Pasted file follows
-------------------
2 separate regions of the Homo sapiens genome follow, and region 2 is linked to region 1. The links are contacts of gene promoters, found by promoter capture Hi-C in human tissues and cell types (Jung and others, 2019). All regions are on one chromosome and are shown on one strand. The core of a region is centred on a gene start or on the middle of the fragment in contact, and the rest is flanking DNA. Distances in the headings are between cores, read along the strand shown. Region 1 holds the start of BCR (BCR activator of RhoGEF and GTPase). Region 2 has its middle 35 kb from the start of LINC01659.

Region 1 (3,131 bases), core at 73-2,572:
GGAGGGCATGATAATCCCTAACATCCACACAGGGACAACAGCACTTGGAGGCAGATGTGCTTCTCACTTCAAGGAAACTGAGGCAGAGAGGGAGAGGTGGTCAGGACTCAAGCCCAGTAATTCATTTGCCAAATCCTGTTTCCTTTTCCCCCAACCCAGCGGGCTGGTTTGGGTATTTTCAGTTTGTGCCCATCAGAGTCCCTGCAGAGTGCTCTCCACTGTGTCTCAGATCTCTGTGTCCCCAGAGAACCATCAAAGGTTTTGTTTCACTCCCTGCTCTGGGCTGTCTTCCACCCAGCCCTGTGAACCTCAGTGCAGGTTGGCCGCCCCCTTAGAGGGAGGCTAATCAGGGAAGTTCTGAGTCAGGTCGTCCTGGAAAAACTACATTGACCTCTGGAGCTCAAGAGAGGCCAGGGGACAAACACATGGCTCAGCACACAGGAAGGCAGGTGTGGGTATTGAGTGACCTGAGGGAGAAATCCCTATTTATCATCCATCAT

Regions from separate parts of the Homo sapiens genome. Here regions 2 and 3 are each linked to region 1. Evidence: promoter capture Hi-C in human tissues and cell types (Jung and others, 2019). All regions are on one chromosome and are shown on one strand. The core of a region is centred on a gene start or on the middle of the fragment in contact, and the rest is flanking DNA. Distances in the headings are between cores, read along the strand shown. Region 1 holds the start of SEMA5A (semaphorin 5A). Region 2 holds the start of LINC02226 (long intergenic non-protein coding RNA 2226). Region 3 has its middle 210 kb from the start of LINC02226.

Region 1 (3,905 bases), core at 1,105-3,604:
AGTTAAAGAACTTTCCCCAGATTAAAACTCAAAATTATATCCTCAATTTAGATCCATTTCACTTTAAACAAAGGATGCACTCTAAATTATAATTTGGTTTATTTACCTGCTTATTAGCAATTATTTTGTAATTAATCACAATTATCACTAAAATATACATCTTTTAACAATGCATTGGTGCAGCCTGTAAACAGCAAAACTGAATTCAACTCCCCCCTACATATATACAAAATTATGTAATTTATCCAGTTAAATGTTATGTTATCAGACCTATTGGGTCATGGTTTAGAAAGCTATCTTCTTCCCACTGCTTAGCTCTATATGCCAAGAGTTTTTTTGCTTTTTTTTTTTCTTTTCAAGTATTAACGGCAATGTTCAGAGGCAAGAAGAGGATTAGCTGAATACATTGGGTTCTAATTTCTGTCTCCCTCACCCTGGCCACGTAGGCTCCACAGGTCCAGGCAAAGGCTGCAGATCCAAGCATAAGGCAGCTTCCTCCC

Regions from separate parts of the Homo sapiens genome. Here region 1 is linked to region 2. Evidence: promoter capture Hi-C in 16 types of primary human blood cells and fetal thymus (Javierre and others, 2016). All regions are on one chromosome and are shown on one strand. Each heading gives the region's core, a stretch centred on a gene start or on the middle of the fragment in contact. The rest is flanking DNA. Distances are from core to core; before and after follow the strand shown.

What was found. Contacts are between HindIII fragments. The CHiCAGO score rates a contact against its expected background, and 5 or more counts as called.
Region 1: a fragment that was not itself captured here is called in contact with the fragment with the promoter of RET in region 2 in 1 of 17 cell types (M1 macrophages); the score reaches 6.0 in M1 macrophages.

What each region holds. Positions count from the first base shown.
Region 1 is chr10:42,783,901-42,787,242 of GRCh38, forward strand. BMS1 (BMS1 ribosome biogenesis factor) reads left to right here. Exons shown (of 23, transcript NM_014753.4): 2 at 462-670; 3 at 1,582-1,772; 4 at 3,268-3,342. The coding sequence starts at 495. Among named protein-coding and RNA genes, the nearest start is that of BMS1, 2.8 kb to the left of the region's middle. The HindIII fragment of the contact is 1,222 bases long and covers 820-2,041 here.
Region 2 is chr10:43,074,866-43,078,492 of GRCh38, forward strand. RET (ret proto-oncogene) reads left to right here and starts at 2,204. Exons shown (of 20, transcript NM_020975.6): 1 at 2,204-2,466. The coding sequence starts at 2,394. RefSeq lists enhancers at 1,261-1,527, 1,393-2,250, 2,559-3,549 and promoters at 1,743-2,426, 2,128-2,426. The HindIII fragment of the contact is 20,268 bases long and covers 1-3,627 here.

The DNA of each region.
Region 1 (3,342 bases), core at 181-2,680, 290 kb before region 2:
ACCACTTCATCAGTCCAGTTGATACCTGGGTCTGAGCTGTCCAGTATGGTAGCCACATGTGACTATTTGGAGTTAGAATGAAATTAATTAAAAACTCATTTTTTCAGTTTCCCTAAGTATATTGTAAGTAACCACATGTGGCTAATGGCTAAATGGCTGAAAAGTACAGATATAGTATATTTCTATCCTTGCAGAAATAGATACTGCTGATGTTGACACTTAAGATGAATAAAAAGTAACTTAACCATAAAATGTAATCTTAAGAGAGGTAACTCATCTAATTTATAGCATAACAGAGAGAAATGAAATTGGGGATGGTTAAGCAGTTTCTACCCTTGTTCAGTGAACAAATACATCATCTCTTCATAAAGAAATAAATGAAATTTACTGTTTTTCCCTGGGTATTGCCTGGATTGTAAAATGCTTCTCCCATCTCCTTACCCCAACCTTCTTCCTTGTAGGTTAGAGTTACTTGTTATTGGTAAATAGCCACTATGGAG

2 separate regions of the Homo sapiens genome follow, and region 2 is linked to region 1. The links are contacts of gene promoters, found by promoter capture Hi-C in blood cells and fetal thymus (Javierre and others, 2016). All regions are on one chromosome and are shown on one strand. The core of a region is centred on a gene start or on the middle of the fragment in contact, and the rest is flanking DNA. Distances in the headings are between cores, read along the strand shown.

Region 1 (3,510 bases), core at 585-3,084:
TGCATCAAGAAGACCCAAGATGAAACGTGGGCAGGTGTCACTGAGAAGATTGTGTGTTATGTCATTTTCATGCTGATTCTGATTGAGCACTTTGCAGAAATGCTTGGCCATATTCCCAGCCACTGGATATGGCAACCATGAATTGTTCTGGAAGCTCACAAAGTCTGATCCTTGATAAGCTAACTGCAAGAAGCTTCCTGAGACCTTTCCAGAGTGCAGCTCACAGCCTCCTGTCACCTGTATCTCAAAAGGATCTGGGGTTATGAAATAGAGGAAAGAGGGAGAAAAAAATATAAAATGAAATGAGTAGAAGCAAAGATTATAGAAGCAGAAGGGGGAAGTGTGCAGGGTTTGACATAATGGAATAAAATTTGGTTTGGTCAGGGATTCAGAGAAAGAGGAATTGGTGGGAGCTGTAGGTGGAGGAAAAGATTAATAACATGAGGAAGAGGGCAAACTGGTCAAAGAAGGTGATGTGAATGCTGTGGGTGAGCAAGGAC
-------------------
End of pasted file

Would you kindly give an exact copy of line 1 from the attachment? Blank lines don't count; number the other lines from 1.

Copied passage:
2 separate regions of the Homo sapiens genome follow, and region 2 is linked to region 1. The links are contacts of gene promoters, found by promoter capture Hi-C in human tissues and cell types (Jung and others, 2019). All regions are on one chromosome and are shown on one strand. The core of a region is centred on a gene start or on the middle of the fragment in contact, and the rest is flanking DNA. Distances in the headings are between cores, read along the strand shown. Region 1 holds the start of BCR (BCR activator of RhoGEF and GTPase). Region 2 has its middle 35 kb from the start of LINC01659.